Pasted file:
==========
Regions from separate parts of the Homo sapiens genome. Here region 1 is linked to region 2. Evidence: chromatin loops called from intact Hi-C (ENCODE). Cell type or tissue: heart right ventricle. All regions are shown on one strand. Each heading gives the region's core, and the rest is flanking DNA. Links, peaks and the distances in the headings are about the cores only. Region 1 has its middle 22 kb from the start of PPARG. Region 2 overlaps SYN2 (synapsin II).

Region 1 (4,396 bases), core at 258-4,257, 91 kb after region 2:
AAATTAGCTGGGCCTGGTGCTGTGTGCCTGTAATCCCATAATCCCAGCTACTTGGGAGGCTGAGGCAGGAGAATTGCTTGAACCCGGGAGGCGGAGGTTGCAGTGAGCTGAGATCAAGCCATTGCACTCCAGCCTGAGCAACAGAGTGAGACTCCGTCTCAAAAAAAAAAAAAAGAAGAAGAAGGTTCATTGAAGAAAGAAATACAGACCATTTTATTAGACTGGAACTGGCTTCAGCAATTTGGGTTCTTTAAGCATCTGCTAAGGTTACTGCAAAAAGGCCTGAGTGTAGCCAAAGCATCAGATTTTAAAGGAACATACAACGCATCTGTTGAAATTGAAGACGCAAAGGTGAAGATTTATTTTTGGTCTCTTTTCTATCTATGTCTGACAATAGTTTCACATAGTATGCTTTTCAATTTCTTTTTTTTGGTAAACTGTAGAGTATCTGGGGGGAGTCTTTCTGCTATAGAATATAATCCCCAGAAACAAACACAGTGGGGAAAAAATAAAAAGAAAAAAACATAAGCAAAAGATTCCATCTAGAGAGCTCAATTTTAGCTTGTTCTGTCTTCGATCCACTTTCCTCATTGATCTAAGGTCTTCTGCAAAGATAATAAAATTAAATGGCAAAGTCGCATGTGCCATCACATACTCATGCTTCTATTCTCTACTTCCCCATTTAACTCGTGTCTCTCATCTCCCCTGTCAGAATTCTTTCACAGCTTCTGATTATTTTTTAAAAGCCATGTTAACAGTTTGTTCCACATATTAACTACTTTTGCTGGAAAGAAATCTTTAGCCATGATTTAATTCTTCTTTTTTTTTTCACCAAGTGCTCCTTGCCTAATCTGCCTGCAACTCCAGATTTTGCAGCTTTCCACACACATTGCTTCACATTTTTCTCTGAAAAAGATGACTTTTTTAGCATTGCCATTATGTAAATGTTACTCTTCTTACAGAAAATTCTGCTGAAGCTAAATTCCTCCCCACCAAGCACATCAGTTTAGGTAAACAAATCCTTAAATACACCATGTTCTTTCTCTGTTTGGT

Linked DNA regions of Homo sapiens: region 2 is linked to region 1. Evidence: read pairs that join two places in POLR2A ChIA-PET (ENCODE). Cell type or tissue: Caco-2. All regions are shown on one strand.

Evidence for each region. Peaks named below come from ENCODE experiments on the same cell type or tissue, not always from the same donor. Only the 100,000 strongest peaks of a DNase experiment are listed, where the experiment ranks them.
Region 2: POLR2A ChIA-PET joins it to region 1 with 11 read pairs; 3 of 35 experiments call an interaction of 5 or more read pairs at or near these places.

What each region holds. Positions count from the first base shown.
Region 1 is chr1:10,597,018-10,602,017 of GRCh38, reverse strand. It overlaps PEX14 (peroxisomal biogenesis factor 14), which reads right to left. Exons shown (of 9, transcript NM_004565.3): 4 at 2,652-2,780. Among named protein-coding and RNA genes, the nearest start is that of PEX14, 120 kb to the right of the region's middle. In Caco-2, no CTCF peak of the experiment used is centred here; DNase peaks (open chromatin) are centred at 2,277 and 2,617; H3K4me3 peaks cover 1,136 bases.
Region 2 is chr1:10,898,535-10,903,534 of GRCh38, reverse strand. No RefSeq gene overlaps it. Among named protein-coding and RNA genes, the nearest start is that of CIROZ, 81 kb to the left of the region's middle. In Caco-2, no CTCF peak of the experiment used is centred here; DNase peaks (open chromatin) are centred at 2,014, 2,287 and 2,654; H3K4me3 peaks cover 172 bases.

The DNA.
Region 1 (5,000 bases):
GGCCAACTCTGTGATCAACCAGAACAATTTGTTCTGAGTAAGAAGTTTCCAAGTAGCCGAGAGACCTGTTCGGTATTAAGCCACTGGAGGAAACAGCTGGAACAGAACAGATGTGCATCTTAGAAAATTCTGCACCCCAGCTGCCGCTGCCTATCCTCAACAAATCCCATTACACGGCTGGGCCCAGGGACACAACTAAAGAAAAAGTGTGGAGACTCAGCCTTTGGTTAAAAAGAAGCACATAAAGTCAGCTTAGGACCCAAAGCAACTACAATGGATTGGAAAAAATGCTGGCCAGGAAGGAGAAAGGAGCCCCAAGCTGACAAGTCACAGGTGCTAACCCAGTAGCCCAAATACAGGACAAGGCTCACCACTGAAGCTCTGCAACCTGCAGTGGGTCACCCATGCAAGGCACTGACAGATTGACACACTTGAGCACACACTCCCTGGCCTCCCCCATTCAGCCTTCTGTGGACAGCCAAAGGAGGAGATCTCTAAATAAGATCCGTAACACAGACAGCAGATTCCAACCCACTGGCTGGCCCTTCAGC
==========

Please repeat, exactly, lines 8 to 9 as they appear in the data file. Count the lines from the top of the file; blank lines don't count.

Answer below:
Region 1 is chr1:10,597,018-10,602,017 of GRCh38, reverse strand. It overlaps PEX14 (peroxisomal biogenesis factor 14), which reads right to left. Exons shown (of 9, transcript NM_004565.3): 4 at 2,652-2,780. Among named protein-coding and RNA genes, the nearest start is that of PEX14, 120 kb to the right of the region's middle. In Caco-2, no CTCF peak of the experiment used is centred here; DNase peaks (open chromatin) are centred at 2,277 and 2,617; H3K4me3 peaks cover 1,136 bases.
Region 2 is chr1:10,898,535-10,903,534 of GRCh38, reverse strand. No RefSeq gene overlaps it. Among named protein-coding and RNA genes, the nearest start is that of CIROZ, 81 kb to the left of the region's middle. In Caco-2, no CTCF peak of the experiment used is centred here; DNase peaks (open chromatin) are centred at 2,014, 2,287 and 2,654; H3K4me3 peaks cover 172 bases.